Byrd is or has been pro-bono counsel to the Mississippi Conference of the National Association for the Advancement of Colored People (NAACP) and the Mississippi State Baptist Convention.  In 1998, the NAACP presented Byrd with the prestigious Goodman-Chaney-Schwerner Award for promoting political empowerment for all citizens.  In 1985, he received the NAACP’s Vernon Dahmer Award.  He is the recipient of many national and local awards.

Byrd’s political insights have been put into effective service for many persons seeking electoral office in Mississippi.  These offices have included races from mayors to judgeships in local, state and federal elections.  His wisdom and dedication resulted in the election and re-election of Jackson’s first African American mayor in 1997 and 2001, respectively.  He has been in the arena of politics in Mississippi since 1980 when he and others ushered in William Winter’s governorship.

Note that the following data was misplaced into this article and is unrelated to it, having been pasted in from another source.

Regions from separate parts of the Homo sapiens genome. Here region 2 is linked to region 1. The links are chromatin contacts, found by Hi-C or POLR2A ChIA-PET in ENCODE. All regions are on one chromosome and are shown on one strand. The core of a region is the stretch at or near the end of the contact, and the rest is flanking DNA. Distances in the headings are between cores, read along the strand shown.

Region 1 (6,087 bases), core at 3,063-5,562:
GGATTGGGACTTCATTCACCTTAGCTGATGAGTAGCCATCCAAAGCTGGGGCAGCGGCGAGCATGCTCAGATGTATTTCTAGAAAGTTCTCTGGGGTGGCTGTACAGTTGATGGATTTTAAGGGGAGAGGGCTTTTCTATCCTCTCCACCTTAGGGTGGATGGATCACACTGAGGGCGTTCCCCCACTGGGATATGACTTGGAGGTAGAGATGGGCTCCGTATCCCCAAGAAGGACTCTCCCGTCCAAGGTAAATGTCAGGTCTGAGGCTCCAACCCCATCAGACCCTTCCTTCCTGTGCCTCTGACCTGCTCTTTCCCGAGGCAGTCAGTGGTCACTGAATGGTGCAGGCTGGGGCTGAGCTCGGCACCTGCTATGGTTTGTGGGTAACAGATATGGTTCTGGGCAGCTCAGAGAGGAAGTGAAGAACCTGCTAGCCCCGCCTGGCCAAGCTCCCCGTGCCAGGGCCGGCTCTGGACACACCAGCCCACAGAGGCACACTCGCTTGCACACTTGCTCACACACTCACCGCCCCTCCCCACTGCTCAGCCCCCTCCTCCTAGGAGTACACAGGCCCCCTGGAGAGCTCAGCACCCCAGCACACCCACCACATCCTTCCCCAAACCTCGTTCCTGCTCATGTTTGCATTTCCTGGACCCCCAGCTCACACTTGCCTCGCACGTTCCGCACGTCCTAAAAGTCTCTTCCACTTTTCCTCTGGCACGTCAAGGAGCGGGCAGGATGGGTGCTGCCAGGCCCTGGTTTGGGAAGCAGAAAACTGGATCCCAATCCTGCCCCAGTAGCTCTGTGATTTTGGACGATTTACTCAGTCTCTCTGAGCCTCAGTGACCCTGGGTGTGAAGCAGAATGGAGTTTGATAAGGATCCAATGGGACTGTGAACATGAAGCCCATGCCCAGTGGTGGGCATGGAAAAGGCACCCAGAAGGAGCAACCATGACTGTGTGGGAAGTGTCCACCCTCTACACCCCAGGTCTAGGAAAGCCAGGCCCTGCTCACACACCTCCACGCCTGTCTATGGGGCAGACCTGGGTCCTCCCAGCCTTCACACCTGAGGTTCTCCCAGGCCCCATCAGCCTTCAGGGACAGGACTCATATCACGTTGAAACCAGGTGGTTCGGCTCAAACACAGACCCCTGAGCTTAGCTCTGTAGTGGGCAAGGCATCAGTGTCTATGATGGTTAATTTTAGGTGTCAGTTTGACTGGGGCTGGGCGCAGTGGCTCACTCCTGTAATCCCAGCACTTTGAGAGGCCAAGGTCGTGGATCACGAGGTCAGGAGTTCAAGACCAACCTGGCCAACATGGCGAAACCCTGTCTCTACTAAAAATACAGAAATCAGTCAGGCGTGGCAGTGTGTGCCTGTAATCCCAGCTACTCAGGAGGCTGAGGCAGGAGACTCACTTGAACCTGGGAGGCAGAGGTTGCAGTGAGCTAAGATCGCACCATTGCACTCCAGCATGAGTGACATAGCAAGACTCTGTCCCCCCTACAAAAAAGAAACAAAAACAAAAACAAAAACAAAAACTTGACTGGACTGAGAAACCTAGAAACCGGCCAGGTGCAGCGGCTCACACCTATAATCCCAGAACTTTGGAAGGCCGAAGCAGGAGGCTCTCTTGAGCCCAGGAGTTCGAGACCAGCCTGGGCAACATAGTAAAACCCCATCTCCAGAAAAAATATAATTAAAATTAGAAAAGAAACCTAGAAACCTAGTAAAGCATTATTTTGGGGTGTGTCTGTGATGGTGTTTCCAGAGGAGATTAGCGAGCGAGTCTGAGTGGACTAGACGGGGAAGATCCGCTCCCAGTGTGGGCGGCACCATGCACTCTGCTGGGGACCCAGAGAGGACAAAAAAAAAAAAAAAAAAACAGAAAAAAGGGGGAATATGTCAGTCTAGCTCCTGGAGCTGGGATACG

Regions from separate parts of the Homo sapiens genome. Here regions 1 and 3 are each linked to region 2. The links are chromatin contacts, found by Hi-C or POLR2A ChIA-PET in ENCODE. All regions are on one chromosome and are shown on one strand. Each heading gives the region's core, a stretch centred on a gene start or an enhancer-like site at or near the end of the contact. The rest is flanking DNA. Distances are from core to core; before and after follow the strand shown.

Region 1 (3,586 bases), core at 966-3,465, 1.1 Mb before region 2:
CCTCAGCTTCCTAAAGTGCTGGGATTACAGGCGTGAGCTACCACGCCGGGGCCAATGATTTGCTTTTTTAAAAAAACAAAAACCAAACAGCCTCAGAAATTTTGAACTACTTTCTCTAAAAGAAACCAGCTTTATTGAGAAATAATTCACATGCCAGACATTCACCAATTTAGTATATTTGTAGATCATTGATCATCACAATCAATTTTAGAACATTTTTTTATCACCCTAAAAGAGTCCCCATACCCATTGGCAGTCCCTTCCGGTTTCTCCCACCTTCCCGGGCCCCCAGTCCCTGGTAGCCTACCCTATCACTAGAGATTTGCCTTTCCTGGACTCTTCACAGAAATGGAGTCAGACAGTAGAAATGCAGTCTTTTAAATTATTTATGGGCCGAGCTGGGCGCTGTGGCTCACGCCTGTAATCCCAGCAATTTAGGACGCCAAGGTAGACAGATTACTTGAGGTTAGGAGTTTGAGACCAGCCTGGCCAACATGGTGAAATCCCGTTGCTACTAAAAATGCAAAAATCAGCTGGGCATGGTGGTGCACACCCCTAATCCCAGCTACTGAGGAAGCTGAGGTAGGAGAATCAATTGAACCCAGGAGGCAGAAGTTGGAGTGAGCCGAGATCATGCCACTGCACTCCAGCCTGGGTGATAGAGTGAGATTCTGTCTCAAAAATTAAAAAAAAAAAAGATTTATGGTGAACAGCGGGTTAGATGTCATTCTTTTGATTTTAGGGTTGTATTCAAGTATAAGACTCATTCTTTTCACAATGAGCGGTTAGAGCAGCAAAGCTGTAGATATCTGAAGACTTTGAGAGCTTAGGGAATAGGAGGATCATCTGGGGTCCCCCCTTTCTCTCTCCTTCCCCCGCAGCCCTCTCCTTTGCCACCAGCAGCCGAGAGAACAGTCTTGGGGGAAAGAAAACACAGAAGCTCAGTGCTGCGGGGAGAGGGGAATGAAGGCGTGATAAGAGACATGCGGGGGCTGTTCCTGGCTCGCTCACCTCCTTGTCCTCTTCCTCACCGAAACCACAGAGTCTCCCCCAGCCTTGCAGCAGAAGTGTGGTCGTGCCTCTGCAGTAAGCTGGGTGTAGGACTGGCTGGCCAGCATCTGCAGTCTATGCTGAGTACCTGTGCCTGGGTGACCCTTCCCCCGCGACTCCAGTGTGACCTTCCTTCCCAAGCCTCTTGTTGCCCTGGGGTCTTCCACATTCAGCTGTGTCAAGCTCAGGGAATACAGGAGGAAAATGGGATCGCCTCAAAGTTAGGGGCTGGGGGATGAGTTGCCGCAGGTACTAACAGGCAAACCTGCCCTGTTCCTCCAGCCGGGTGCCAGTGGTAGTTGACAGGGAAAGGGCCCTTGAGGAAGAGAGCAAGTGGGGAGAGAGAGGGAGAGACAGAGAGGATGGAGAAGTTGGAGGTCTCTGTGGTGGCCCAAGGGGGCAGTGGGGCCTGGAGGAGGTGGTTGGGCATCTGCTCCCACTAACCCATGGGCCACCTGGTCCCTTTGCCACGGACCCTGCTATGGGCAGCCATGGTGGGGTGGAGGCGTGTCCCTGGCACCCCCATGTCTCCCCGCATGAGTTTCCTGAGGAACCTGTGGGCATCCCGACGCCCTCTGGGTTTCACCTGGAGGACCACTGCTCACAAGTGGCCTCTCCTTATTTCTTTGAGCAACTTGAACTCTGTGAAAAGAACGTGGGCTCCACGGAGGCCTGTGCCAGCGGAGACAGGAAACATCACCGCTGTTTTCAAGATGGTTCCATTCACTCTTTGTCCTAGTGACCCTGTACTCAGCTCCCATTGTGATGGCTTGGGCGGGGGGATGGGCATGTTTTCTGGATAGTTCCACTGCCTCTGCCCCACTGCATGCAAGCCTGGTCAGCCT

Nine years later Ray Mabus, another progressive governor whose election bore Byrd’s imprimatur, appointed Byrd to finish the term left vacant by the death of a chancery judge.  Byrd thus became the first African American chancery judge to preside in a Mississippi courtroom.  For six months, Byrd transformed the court with his clear-headed application of the law and collegiality; ultimately, however, he chose to return to his firm than seek election to the judgeship.